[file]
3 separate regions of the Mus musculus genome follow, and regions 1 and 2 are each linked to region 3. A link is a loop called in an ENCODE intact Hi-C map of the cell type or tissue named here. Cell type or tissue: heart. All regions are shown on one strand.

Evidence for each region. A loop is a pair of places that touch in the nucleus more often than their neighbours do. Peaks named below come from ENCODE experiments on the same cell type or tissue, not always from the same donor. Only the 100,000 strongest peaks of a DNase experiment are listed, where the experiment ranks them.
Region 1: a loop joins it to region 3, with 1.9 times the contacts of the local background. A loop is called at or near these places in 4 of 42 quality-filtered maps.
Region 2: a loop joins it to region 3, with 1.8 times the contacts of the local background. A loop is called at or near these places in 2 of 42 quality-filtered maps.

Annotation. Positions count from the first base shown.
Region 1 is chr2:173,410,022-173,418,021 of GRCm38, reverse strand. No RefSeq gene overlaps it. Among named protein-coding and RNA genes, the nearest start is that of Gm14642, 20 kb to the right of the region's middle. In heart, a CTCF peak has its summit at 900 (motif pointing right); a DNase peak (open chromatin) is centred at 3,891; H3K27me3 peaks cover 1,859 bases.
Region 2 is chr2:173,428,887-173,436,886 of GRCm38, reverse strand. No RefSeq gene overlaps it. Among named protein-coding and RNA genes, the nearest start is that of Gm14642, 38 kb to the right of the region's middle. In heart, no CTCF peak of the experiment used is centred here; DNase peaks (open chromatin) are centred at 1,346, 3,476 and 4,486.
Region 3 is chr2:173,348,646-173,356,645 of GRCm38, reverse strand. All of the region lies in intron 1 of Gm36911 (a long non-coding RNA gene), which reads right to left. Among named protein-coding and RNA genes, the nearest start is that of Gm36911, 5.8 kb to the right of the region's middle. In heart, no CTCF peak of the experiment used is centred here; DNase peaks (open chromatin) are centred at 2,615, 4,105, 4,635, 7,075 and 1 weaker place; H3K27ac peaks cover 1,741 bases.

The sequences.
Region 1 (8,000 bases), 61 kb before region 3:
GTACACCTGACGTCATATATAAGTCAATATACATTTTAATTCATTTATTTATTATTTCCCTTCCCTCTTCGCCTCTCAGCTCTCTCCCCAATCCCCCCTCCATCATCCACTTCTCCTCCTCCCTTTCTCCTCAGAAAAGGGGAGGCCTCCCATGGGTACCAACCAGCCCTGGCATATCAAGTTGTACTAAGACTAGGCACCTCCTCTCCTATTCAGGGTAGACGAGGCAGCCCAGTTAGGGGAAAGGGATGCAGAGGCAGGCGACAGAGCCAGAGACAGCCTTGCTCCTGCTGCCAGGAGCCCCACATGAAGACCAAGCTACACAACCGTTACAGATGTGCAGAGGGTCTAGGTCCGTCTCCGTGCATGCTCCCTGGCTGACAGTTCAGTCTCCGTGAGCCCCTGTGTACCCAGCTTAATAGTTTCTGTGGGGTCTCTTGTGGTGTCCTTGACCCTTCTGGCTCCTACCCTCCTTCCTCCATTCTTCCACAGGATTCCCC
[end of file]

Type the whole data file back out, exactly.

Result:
3 separate regions of the Mus musculus genome follow, and regions 1 and 2 are each linked to region 3. A link is a loop called in an ENCODE intact Hi-C map of the cell type or tissue named here. Cell type or tissue: heart. All regions are shown on one strand.

Evidence for each region. A loop is a pair of places that touch in the nucleus more often than their neighbours do. Peaks named below come from ENCODE experiments on the same cell type or tissue, not always from the same donor. Only the 100,000 strongest peaks of a DNase experiment are listed, where the experiment ranks them.
Region 1: a loop joins it to region 3, with 1.9 times the contacts of the local background. A loop is called at or near these places in 4 of 42 quality-filtered maps.
Region 2: a loop joins it to region 3, with 1.8 times the contacts of the local background. A loop is called at or near these places in 2 of 42 quality-filtered maps.

Annotation. Positions count from the first base shown.
Region 1 is chr2:173,410,022-173,418,021 of GRCm38, reverse strand. No RefSeq gene overlaps it. Among named protein-coding and RNA genes, the nearest start is that of Gm14642, 20 kb to the right of the region's middle. In heart, a CTCF peak has its summit at 900 (motif pointing right); a DNase peak (open chromatin) is centred at 3,891; H3K27me3 peaks cover 1,859 bases.
Region 2 is chr2:173,428,887-173,436,886 of GRCm38, reverse strand. No RefSeq gene overlaps it. Among named protein-coding and RNA genes, the nearest start is that of Gm14642, 38 kb to the right of the region's middle. In heart, no CTCF peak of the experiment used is centred here; DNase peaks (open chromatin) are centred at 1,346, 3,476 and 4,486.
Region 3 is chr2:173,348,646-173,356,645 of GRCm38, reverse strand. All of the region lies in intron 1 of Gm36911 (a long non-coding RNA gene), which reads right to left. Among named protein-coding and RNA genes, the nearest start is that of Gm36911, 5.8 kb to the right of the region's middle. In heart, no CTCF peak of the experiment used is centred here; DNase peaks (open chromatin) are centred at 2,615, 4,105, 4,635, 7,075 and 1 weaker place; H3K27ac peaks cover 1,741 bases.

The sequences.
Region 1 (8,000 bases), 61 kb before region 3:
GTACACCTGACGTCATATATAAGTCAATATACATTTTAATTCATTTATTTATTATTTCCCTTCCCTCTTCGCCTCTCAGCTCTCTCCCCAATCCCCCCTCCATCATCCACTTCTCCTCCTCCCTTTCTCCTCAGAAAAGGGGAGGCCTCCCATGGGTACCAACCAGCCCTGGCATATCAAGTTGTACTAAGACTAGGCACCTCCTCTCCTATTCAGGGTAGACGAGGCAGCCCAGTTAGGGGAAAGGGATGCAGAGGCAGGCGACAGAGCCAGAGACAGCCTTGCTCCTGCTGCCAGGAGCCCCACATGAAGACCAAGCTACACAACCGTTACAGATGTGCAGAGGGTCTAGGTCCGTCTCCGTGCATGCTCCCTGGCTGACAGTTCAGTCTCCGTGAGCCCCTGTGTACCCAGCTTAATAGTTTCTGTGGGGTCTCTTGTGGTGTCCTTGACCCTTCTGGCTCCTACCCTCCTTCCTCCATTCTTCCACAGGATTCCCC